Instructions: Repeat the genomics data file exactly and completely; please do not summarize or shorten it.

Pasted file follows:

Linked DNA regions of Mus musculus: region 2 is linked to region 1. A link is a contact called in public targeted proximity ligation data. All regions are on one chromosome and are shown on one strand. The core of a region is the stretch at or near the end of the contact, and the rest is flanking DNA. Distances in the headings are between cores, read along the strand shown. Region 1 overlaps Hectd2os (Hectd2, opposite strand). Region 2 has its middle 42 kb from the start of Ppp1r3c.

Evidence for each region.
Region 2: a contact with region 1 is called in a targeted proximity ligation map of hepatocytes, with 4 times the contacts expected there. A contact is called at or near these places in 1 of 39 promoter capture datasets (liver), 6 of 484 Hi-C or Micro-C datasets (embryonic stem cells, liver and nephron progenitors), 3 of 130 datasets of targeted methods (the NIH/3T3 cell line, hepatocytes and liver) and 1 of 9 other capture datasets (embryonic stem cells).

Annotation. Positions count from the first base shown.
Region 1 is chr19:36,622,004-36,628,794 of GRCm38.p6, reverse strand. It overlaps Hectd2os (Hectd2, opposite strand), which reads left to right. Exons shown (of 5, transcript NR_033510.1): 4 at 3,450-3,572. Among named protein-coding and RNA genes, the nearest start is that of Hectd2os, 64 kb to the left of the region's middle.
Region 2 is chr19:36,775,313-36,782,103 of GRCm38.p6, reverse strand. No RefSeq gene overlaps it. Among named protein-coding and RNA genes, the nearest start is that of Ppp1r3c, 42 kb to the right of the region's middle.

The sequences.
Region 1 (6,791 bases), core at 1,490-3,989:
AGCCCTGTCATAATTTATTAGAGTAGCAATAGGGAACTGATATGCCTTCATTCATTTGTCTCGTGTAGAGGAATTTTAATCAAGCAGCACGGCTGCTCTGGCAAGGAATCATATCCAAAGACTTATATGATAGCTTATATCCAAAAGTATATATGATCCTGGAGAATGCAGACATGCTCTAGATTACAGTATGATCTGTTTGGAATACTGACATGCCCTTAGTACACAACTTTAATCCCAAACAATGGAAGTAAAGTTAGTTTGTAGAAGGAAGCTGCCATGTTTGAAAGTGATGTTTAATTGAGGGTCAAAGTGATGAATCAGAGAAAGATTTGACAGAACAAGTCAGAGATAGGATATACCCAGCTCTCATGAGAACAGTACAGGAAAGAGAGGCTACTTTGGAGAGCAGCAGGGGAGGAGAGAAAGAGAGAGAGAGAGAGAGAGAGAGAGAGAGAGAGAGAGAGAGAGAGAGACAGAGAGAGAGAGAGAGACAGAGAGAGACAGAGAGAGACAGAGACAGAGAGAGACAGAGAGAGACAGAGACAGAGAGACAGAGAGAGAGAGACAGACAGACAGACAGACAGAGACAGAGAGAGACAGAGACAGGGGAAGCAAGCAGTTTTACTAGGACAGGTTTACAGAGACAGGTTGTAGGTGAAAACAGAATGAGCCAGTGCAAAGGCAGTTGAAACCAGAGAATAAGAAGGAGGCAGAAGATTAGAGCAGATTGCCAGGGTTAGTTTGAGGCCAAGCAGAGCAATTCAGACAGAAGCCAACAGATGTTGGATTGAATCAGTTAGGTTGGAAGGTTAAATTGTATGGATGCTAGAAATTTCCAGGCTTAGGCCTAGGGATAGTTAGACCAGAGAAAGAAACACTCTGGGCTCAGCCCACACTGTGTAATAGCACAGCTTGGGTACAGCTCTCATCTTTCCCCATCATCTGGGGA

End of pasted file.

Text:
Linked DNA regions of Mus musculus: region 2 is linked to region 1. A link is a contact called in public targeted proximity ligation data. All regions are on one chromosome and are shown on one strand. The core of a region is the stretch at or near the end of the contact, and the rest is flanking DNA. Distances in the headings are between cores, read along the strand shown. Region 1 overlaps Hectd2os (Hectd2, opposite strand). Region 2 has its middle 42 kb from the start of Ppp1r3c.

Evidence for each region.
Region 2: a contact with region 1 is called in a targeted proximity ligation map of hepatocytes, with 4 times the contacts expected there. A contact is called at or near these places in 1 of 39 promoter capture datasets (liver), 6 of 484 Hi-C or Micro-C datasets (embryonic stem cells, liver and nephron progenitors), 3 of 130 datasets of targeted methods (the NIH/3T3 cell line, hepatocytes and liver) and 1 of 9 other capture datasets (embryonic stem cells).

Annotation. Positions count from the first base shown.
Region 1 is chr19:36,622,004-36,628,794 of GRCm38.p6, reverse strand. It overlaps Hectd2os (Hectd2, opposite strand), which reads left to right. Exons shown (of 5, transcript NR_033510.1): 4 at 3,450-3,572. Among named protein-coding and RNA genes, the nearest start is that of Hectd2os, 64 kb to the left of the region's middle.
Region 2 is chr19:36,775,313-36,782,103 of GRCm38.p6, reverse strand. No RefSeq gene overlaps it. Among named protein-coding and RNA genes, the nearest start is that of Ppp1r3c, 42 kb to the right of the region's middle.

The sequences.
Region 1 (6,791 bases), core at 1,490-3,989:
AGCCCTGTCATAATTTATTAGAGTAGCAATAGGGAACTGATATGCCTTCATTCATTTGTCTCGTGTAGAGGAATTTTAATCAAGCAGCACGGCTGCTCTGGCAAGGAATCATATCCAAAGACTTATATGATAGCTTATATCCAAAAGTATATATGATCCTGGAGAATGCAGACATGCTCTAGATTACAGTATGATCTGTTTGGAATACTGACATGCCCTTAGTACACAACTTTAATCCCAAACAATGGAAGTAAAGTTAGTTTGTAGAAGGAAGCTGCCATGTTTGAAAGTGATGTTTAATTGAGGGTCAAAGTGATGAATCAGAGAAAGATTTGACAGAACAAGTCAGAGATAGGATATACCCAGCTCTCATGAGAACAGTACAGGAAAGAGAGGCTACTTTGGAGAGCAGCAGGGGAGGAGAGAAAGAGAGAGAGAGAGAGAGAGAGAGAGAGAGAGAGAGAGAGAGAGAGAGACAGAGAGAGAGAGAGAGACAGAGAGAGACAGAGAGAGACAGAGACAGAGAGAGACAGAGAGAGACAGAGACAGAGAGACAGAGAGAGAGAGACAGACAGACAGACAGACAGAGACAGAGAGAGACAGAGACAGGGGAAGCAAGCAGTTTTACTAGGACAGGTTTACAGAGACAGGTTGTAGGTGAAAACAGAATGAGCCAGTGCAAAGGCAGTTGAAACCAGAGAATAAGAAGGAGGCAGAAGATTAGAGCAGATTGCCAGGGTTAGTTTGAGGCCAAGCAGAGCAATTCAGACAGAAGCCAACAGATGTTGGATTGAATCAGTTAGGTTGGAAGGTTAAATTGTATGGATGCTAGAAATTTCCAGGCTTAGGCCTAGGGATAGTTAGACCAGAGAAAGAAACACTCTGGGCTCAGCCCACACTGTGTAATAGCACAGCTTGGGTACAGCTCTCATCTTTCCCCATCATCTGGGGA